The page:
The glue of MMOs
Georgeson argued that it's really the people who are the glue that makes an MMO work. In fact, he proposed two interesting theories that he's noticed in watching player behavior in the SOE MMO lineup. One revolves around whether action combat in MMOs has a detrimental effect on the community. He points out the differences in the communities of action-oriented games like PlanetSide 2 and DCUO compared to EQ and EQII. While he admits there are no data yet, SOE is watching communities very carefully as the debate continues. He also has a pet theory that the players who select themselves to be crafters are the glue of MMOs. They're the ones who tend to organize guilds, run in-game events, placate tempers in a guild, and be social. "So you can pretty much assume that there will be a strong backbone in EQ Next for those players. If players have good reasons to interact with the crafting community, then everything works better."
And players can expect to see features like Player Studio and SOEmote in EQ Next as well. While he couldn't confirm that EQ Next will be available on the PlayStation 4, Georgeson did say SOE is exploring many avenues for the game. And if you're wondering whether EQ Next will take advantage of the recent partnership between MLG and PS2, here's the scoop: There are no plans in the works. Even though SOE President John Smedley loves e-sports and Georgeson is a fan as well, the team hasn't considered it at all for the game. It's not off the table permanently, but it's just not the focus right now.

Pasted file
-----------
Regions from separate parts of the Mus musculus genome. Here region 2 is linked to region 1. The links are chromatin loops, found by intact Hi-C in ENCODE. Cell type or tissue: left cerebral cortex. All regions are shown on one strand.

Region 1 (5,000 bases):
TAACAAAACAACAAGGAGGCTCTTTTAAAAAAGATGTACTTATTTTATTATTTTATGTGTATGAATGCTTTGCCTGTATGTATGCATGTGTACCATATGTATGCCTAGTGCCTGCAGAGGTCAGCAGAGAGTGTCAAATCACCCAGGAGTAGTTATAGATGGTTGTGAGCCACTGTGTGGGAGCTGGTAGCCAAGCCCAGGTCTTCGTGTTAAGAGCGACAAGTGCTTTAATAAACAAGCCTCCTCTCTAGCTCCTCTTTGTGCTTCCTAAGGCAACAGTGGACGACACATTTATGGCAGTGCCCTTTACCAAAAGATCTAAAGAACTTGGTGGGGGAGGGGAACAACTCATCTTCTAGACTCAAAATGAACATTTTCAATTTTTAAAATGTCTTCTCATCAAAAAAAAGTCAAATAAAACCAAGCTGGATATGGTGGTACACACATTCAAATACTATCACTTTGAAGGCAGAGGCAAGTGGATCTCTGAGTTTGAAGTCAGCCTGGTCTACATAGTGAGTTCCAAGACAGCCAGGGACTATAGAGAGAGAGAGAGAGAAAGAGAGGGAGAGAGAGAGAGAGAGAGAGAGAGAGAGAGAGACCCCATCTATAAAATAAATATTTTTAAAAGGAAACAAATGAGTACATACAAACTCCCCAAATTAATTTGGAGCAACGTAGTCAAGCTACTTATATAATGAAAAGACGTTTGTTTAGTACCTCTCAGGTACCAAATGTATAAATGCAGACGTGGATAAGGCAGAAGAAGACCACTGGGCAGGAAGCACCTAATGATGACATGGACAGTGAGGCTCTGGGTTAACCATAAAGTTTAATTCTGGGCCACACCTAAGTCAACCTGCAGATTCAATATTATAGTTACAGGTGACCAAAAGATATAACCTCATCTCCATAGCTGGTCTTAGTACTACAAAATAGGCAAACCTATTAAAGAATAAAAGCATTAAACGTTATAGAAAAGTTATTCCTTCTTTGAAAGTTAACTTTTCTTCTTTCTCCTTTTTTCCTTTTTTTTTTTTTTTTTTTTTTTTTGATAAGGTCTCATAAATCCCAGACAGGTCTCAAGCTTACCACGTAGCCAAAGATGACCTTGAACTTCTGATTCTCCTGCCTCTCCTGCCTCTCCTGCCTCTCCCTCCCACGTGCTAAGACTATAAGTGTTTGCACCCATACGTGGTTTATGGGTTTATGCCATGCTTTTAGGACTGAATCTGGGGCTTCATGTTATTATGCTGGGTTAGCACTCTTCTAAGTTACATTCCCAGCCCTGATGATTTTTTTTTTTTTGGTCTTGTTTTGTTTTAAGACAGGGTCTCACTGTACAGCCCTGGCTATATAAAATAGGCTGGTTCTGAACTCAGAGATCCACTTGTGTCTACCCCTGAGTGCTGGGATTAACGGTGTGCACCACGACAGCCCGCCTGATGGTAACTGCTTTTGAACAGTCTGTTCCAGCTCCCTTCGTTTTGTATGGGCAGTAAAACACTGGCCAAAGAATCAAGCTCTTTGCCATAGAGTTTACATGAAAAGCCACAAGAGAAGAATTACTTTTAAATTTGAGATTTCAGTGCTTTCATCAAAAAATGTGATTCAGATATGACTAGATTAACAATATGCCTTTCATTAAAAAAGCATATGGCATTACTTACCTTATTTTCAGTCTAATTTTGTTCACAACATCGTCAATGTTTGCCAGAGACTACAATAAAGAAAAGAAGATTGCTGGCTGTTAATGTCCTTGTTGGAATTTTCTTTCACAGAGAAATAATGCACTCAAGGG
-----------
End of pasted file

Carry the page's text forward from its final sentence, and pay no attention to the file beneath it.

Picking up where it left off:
Overall, Georgeson is optimistic about the future of online gaming. He points to opportunities to experiment with new technology like armbands and glasses. He added that there are lots of ways that players will be able to interact with games in the future, and will "remove the ability to be harnessed to the PC even though it's a PC game." You can walk around and have your PC driving the game. People will be more and more tied to virtual worlds, and they'll feel less like games and more like worlds because there will be so many opportunities to explore. "People who get that and push the sociological stuff will make really big things that will last for years and years because no one will want to leave them," Georgeson told me. If he's correct, the future of MMOs looks very bright indeed.
Massively was on the ground in Boston during the weekend of March 22nd to 24th, bringing you all the best news from PAX East 2013. Whether you're dying to know more about WildStar, DUST 514, or any MMO in between, we aim to have it covered!